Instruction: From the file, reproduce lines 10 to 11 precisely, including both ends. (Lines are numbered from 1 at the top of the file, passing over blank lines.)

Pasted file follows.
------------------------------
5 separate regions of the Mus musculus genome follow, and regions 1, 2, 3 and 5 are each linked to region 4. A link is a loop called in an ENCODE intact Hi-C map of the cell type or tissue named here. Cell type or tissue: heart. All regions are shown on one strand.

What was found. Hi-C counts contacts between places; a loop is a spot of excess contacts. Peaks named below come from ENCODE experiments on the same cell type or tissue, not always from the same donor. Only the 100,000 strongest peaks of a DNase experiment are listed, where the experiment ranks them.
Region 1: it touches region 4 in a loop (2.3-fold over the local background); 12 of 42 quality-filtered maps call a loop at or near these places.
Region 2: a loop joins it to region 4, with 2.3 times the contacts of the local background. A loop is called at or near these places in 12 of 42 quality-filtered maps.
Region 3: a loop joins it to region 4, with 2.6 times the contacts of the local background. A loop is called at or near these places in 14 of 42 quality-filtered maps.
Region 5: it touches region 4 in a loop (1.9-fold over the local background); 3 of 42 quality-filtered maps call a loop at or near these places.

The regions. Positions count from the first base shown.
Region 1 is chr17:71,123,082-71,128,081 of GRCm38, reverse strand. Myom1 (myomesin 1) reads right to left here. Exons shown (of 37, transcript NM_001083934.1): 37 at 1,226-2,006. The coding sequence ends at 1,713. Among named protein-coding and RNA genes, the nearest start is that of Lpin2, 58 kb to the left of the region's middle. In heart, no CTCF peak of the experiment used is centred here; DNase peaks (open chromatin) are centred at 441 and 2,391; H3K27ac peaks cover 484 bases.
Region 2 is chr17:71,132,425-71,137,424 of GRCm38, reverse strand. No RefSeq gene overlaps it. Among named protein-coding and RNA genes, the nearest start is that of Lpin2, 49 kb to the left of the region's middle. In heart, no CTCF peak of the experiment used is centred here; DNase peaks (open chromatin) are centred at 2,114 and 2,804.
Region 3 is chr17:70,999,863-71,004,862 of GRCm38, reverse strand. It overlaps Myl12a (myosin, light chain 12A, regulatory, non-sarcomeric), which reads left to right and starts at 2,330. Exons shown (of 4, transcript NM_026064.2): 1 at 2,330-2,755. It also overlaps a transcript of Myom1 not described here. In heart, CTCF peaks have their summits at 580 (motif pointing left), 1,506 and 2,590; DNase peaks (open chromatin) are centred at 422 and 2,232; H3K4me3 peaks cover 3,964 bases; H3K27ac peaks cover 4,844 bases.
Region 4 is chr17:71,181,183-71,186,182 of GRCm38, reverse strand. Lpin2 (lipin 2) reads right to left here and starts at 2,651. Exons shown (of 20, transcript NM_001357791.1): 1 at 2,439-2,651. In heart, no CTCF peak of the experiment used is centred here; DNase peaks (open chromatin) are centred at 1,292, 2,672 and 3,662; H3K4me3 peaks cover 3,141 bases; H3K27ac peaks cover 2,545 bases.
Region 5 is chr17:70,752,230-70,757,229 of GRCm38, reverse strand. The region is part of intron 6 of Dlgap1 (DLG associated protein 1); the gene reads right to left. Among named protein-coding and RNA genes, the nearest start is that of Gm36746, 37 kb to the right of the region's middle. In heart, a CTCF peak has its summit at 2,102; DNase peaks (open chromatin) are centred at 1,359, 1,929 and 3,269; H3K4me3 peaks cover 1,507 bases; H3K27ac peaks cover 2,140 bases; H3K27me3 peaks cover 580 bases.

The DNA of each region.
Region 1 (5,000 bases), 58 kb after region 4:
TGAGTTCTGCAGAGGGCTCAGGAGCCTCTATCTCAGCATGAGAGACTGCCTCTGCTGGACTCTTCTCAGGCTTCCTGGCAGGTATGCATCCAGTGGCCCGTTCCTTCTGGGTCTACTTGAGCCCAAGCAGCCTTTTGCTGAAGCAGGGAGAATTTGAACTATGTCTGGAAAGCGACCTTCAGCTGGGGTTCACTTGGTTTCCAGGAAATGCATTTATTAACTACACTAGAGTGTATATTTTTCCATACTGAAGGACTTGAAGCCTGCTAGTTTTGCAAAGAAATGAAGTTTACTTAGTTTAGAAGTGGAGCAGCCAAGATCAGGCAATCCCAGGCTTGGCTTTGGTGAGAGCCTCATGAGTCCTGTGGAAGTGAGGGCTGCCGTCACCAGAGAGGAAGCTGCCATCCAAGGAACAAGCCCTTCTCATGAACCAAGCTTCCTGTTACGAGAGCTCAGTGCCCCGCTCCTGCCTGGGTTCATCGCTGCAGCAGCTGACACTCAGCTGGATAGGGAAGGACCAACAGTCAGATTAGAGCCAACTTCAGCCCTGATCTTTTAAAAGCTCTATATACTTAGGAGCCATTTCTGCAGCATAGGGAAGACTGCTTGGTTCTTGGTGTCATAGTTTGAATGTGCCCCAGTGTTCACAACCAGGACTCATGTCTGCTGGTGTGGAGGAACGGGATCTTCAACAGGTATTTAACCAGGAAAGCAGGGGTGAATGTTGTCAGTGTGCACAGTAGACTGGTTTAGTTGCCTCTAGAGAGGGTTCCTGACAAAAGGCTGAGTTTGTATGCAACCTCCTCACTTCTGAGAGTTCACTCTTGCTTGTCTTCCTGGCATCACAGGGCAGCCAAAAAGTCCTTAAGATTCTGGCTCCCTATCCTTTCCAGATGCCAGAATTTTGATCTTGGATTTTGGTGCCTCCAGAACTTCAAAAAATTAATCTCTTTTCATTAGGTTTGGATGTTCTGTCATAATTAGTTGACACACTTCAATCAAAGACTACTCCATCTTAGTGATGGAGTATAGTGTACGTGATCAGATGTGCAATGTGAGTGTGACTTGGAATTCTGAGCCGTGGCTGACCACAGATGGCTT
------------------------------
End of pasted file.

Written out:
Region 3 is chr17:70,999,863-71,004,862 of GRCm38, reverse strand. It overlaps Myl12a (myosin, light chain 12A, regulatory, non-sarcomeric), which reads left to right and starts at 2,330. Exons shown (of 4, transcript NM_026064.2): 1 at 2,330-2,755. It also overlaps a transcript of Myom1 not described here. In heart, CTCF peaks have their summits at 580 (motif pointing left), 1,506 and 2,590; DNase peaks (open chromatin) are centred at 422 and 2,232; H3K4me3 peaks cover 3,964 bases; H3K27ac peaks cover 4,844 bases.
Region 4 is chr17:71,181,183-71,186,182 of GRCm38, reverse strand. Lpin2 (lipin 2) reads right to left here and starts at 2,651. Exons shown (of 20, transcript NM_001357791.1): 1 at 2,439-2,651. In heart, no CTCF peak of the experiment used is centred here; DNase peaks (open chromatin) are centred at 1,292, 2,672 and 3,662; H3K4me3 peaks cover 3,141 bases; H3K27ac peaks cover 2,545 bases.